Carmen Prelude to Act 1
Violin Concerto No.1 in G minor
Eugene Onegin Tatianas Letter Scene
Gianni Schicchi O mio babbino caro
Variations on an Original Theme Enigma
Nadja Salerno-Sonnenberg (violin)
Elena Prokina (soprano)
Royal Scottish National Orchestra conducted by Paul Daniel
Photograph of Nadja Salerno-Sonnenberg
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Reviewed by: Colin Anderson
Reviewed: 5 August, 2001
Venue: Royal Albert Hall, London
Invite passive listeners, those who iron-to-music and street-whistle, to nominate their ’favourite’ music and you get what you get. This afternoon-concert contained great music – which was great before such surveys. Ah, this selection is also popular. Great and popular isn’t necessarily the same. Berg’s Op.6, a Haydn symphony, Rachmaninov’s Fourth Piano Concerto, Elliott Carter’s Concerto for Orchestra – the list could be much longer – I bet these weren’t considered. Classic FM – leaflets for which were being handed out after this BBC Prom – has probably avoided Carter; this concert went racy with Fireworks, which is a Paul Daniel favourite it seems. He went to great pains to tell us that it’s one of the most difficult orchestral pieces ever written. This decent enough if rather tight performance could have glittered more. One woman near me didn’t like Fireworks – nearly a hundred years old now, Stravinsky emerging from Rimsky-Korsakov’s tutelage – so, not much hope there then, as Angus Deayton might say.
With his hand-held mike introductions, Daniel gilded the lily. Addressing it seemed an audience of six-year-olds, he suggested if we applaud the soloists generously, we’d get more music. It went according to plan – Salerno-Sonnenberg schmaltzy in a Porgy and Bess number, Prokina very affecting in Rachmaninov.
Salerno-Sonnenberg misjudged the hall’s acoustic in her opening entry – virtually inaudible – and didn’t seem to have developed any rapport with Daniel, or vice versa; it all sounded under-rehearsed. Lyrically spacious, somewhat mannered, Salerno-Sonnenberg was found wanting for variety of timbre as she proceeded through the lovely Bruch concerto, her upper register thin-toned, legato-warmth sacrificed for gutsy attack; the finale was bluntly projected at a speed too fast to reveal the movement’s rhythmic ’snap’. She has stage presence though and plays with feeling and bravura; she also has a taste for British beer it seems – I’d be happy to stand her a pint anytime!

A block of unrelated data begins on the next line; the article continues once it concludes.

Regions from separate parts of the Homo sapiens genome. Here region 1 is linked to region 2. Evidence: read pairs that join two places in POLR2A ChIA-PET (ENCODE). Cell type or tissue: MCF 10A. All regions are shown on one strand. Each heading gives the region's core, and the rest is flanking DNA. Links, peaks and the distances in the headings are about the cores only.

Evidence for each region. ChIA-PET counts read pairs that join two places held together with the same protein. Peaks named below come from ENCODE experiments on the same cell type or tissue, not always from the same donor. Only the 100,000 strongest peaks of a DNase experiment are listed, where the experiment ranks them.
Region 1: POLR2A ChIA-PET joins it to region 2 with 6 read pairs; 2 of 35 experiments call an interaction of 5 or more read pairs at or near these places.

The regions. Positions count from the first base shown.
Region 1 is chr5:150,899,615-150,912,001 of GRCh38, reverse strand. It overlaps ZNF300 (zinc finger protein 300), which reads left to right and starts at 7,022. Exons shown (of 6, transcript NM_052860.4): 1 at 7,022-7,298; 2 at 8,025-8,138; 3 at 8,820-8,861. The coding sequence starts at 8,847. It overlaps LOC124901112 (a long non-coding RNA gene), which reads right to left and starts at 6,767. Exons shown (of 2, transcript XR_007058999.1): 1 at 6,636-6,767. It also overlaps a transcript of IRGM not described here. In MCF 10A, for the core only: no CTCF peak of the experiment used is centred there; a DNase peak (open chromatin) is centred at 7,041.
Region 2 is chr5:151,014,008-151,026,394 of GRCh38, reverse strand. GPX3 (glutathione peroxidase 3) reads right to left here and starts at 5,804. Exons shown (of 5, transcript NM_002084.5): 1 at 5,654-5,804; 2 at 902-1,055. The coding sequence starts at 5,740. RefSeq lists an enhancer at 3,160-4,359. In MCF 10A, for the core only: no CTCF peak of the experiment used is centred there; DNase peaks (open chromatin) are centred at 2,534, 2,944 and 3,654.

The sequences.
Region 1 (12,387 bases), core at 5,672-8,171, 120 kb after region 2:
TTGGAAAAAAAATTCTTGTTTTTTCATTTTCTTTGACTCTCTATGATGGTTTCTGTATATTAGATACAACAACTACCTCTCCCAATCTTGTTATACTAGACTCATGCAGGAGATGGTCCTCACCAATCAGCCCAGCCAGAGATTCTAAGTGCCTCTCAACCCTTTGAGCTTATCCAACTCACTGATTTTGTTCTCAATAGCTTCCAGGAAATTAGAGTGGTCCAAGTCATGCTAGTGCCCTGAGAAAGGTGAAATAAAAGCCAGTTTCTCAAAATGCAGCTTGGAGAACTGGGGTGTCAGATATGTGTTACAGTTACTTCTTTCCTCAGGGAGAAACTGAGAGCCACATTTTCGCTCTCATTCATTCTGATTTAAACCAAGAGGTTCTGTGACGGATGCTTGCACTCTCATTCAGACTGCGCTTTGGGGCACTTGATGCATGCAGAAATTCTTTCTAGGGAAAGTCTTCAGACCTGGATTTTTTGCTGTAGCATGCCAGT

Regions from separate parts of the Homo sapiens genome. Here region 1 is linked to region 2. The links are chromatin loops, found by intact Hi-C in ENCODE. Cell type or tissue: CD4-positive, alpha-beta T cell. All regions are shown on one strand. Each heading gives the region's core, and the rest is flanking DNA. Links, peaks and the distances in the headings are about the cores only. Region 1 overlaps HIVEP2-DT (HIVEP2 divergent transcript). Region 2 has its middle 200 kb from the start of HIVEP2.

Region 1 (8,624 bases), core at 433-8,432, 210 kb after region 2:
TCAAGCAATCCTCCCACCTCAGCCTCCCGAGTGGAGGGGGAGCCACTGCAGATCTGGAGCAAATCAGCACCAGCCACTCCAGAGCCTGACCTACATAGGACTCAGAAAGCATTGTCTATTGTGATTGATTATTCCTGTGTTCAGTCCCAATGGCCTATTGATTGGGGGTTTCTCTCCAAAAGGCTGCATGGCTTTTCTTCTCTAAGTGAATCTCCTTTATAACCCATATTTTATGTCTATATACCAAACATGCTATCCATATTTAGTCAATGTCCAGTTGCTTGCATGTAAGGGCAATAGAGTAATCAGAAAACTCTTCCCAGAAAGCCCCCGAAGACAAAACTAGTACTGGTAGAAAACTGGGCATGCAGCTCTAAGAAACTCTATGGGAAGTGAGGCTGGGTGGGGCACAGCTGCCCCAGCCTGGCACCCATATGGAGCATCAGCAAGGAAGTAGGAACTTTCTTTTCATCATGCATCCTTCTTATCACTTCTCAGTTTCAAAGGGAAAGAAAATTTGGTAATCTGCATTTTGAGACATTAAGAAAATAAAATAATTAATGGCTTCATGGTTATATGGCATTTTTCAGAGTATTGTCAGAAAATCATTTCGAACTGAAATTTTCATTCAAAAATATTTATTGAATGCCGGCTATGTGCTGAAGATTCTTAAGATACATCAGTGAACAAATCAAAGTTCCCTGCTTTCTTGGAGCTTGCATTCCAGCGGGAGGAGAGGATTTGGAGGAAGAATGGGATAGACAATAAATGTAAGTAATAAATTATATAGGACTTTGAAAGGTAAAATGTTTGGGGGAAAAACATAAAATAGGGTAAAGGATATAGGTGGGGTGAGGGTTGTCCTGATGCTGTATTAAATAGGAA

And a glass or two of vodka for Miss Prokina perhaps. She was the star of the show. Slavic intensity, a beautiful-sounding voice, a palpable character-identification and generous phrasing came together for an involving ’Letter Scene’; she then floated the Puccini with genuine artistry.
I had anticipated Daniel using antiphonal violins, certainly for Enigma. I had too of Martyn Brabbins for Prom 14. Both concerts being televised, do split fiddles create televisual problems? One wonders about outside interference in this matter. One also wonders about different colours projected on the back wall – green for Tchaikovsky, mauve for Puccini and a blue-dominated wallpaper pattern for Elgar. Harmless enough, but pointless, and a distraction, so why do it?
Back to the music. Daniel’s sensitive and lucid Enigma – flowing, well balanced, if a tad uninvolved – didn’t touch on the possible darker aspects of the music. It was all a bit comfortable, and lightweight, but Daniel’s discretion also paid dividends and was probably ideal for the occasion.
- BBC Radio 3 re-broadcast Friday, 10 August, at 2 o’clock